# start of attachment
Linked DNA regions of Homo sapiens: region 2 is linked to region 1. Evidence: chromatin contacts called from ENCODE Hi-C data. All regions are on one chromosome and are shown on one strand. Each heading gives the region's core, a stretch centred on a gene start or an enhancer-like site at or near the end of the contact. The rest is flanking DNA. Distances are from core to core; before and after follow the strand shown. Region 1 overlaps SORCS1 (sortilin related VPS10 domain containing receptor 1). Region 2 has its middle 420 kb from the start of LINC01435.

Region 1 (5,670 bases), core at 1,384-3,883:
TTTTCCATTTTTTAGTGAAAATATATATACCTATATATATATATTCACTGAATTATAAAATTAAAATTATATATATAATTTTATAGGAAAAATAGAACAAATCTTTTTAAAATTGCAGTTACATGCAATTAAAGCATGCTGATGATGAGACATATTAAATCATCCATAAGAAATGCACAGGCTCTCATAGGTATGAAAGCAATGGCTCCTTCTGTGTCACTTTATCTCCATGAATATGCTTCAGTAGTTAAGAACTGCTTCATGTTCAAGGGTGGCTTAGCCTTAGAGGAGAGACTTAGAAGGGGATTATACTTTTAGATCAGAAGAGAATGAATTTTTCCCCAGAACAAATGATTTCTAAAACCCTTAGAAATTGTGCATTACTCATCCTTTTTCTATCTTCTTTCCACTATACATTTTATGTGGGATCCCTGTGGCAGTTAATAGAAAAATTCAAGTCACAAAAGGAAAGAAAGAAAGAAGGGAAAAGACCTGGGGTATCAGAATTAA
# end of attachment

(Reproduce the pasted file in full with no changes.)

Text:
Linked DNA regions of Homo sapiens: region 2 is linked to region 1. Evidence: chromatin contacts called from ENCODE Hi-C data. All regions are on one chromosome and are shown on one strand. Each heading gives the region's core, a stretch centred on a gene start or an enhancer-like site at or near the end of the contact. The rest is flanking DNA. Distances are from core to core; before and after follow the strand shown. Region 1 overlaps SORCS1 (sortilin related VPS10 domain containing receptor 1). Region 2 has its middle 420 kb from the start of LINC01435.

Region 1 (5,670 bases), core at 1,384-3,883:
TTTTCCATTTTTTAGTGAAAATATATATACCTATATATATATATTCACTGAATTATAAAATTAAAATTATATATATAATTTTATAGGAAAAATAGAACAAATCTTTTTAAAATTGCAGTTACATGCAATTAAAGCATGCTGATGATGAGACATATTAAATCATCCATAAGAAATGCACAGGCTCTCATAGGTATGAAAGCAATGGCTCCTTCTGTGTCACTTTATCTCCATGAATATGCTTCAGTAGTTAAGAACTGCTTCATGTTCAAGGGTGGCTTAGCCTTAGAGGAGAGACTTAGAAGGGGATTATACTTTTAGATCAGAAGAGAATGAATTTTTCCCCAGAACAAATGATTTCTAAAACCCTTAGAAATTGTGCATTACTCATCCTTTTTCTATCTTCTTTCCACTATACATTTTATGTGGGATCCCTGTGGCAGTTAATAGAAAAATTCAAGTCACAAAAGGAAAGAAAGAAAGAAGGGAAAAGACCTGGGGTATCAGAATTAA